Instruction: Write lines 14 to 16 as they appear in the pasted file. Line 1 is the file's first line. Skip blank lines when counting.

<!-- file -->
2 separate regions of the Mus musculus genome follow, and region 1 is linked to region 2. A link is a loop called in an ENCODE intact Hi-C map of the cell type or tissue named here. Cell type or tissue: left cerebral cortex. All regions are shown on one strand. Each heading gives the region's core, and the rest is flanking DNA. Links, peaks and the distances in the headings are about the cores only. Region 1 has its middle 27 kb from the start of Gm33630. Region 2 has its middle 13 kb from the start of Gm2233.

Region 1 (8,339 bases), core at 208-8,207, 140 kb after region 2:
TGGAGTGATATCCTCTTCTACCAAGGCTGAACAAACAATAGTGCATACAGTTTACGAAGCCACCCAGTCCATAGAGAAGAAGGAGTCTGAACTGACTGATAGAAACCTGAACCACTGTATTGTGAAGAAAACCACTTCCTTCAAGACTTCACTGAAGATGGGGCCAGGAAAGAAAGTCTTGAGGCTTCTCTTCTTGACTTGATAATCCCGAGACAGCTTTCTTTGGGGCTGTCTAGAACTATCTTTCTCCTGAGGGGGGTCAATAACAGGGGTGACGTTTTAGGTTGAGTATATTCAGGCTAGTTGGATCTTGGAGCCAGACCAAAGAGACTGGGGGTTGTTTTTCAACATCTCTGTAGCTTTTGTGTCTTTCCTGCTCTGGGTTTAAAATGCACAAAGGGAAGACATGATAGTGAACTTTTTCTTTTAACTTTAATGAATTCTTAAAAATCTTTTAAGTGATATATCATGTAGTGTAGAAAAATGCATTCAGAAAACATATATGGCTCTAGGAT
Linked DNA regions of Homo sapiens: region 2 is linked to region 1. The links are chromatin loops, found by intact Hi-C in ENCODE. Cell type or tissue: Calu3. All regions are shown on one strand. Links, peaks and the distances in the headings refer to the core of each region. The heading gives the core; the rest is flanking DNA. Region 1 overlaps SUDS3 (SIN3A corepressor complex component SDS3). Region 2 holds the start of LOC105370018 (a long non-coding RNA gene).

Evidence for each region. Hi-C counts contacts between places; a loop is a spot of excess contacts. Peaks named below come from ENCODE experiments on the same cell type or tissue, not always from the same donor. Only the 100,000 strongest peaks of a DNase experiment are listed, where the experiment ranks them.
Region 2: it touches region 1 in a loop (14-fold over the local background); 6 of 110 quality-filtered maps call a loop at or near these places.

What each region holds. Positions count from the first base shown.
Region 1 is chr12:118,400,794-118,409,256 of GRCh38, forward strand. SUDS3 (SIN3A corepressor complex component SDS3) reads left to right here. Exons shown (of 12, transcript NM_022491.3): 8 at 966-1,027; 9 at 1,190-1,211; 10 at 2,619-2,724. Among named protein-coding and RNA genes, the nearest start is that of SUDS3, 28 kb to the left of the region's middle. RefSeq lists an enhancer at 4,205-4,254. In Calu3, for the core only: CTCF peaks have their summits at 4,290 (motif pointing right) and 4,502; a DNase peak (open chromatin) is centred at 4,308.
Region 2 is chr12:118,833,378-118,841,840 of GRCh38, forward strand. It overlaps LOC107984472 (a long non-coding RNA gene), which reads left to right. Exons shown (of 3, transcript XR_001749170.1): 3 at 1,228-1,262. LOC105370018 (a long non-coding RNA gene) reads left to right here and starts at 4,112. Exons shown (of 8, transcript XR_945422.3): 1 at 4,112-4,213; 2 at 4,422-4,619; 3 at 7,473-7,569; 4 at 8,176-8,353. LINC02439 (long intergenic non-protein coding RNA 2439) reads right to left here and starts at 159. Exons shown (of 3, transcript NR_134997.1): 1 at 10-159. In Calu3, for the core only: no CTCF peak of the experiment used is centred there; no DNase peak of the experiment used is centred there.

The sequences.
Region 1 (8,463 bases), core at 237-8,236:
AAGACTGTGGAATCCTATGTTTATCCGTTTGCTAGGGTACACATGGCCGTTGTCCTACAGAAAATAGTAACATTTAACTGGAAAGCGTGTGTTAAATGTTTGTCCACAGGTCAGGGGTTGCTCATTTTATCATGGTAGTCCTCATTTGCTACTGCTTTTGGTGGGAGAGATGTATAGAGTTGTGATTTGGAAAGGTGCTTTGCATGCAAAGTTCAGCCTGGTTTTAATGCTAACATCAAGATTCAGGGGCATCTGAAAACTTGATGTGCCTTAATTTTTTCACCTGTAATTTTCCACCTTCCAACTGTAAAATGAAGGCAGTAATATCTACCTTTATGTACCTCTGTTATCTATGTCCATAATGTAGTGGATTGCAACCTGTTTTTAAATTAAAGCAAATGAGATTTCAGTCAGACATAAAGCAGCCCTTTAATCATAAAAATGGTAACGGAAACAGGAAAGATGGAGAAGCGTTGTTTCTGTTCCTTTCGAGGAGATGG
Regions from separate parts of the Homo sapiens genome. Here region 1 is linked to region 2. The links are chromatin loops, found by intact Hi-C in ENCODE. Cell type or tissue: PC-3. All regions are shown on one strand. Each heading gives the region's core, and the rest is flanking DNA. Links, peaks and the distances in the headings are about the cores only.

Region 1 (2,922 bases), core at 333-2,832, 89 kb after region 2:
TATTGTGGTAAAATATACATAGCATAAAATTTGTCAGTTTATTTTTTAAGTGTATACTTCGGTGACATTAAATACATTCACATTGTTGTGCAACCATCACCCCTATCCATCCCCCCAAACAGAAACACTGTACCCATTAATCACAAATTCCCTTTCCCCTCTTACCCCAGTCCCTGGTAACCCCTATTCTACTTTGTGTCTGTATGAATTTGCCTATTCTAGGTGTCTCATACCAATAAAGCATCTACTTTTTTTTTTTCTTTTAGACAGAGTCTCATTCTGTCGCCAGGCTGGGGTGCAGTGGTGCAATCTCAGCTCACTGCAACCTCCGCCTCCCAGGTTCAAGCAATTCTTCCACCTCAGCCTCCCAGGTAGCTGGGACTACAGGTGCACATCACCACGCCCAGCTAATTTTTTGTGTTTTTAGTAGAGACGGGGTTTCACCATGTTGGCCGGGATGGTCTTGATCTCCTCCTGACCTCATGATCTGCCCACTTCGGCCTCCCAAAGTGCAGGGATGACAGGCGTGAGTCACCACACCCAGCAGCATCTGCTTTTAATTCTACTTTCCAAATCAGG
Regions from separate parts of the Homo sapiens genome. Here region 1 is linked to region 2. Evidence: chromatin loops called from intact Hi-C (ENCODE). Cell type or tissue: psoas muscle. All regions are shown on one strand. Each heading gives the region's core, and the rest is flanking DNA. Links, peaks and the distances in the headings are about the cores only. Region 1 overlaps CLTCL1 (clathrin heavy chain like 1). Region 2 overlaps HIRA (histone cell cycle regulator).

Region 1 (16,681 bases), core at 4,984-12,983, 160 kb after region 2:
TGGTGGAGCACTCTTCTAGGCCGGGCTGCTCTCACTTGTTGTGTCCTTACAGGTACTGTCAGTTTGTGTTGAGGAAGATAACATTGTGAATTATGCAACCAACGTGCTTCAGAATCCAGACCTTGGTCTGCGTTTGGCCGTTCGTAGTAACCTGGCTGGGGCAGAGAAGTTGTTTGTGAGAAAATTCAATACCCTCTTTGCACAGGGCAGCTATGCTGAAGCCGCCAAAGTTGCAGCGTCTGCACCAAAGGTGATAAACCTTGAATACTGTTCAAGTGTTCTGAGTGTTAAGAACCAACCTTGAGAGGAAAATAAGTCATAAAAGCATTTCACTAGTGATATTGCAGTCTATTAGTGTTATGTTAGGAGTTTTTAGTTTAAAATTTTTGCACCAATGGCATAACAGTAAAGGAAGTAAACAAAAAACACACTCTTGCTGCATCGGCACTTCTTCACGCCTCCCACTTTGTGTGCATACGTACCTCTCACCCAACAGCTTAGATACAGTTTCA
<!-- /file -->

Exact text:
Region 1 (2,922 bases), core at 333-2,832, 89 kb after region 2:
TATTGTGGTAAAATATACATAGCATAAAATTTGTCAGTTTATTTTTTAAGTGTATACTTCGGTGACATTAAATACATTCACATTGTTGTGCAACCATCACCCCTATCCATCCCCCCAAACAGAAACACTGTACCCATTAATCACAAATTCCCTTTCCCCTCTTACCCCAGTCCCTGGTAACCCCTATTCTACTTTGTGTCTGTATGAATTTGCCTATTCTAGGTGTCTCATACCAATAAAGCATCTACTTTTTTTTTTTCTTTTAGACAGAGTCTCATTCTGTCGCCAGGCTGGGGTGCAGTGGTGCAATCTCAGCTCACTGCAACCTCCGCCTCCCAGGTTCAAGCAATTCTTCCACCTCAGCCTCCCAGGTAGCTGGGACTACAGGTGCACATCACCACGCCCAGCTAATTTTTTGTGTTTTTAGTAGAGACGGGGTTTCACCATGTTGGCCGGGATGGTCTTGATCTCCTCCTGACCTCATGATCTGCCCACTTCGGCCTCCCAAAGTGCAGGGATGACAGGCGTGAGTCACCACACCCAGCAGCATCTGCTTTTAATTCTACTTTCCAAATCAGG
Regions from separate parts of the Homo sapiens genome. Here region 1 is linked to region 2. Evidence: chromatin loops called from intact Hi-C (ENCODE). Cell type or tissue: psoas muscle. All regions are shown on one strand. Each heading gives the region's core, and the rest is flanking DNA. Links, peaks and the distances in the headings are about the cores only. Region 1 overlaps CLTCL1 (clathrin heavy chain like 1). Region 2 overlaps HIRA (histone cell cycle regulator).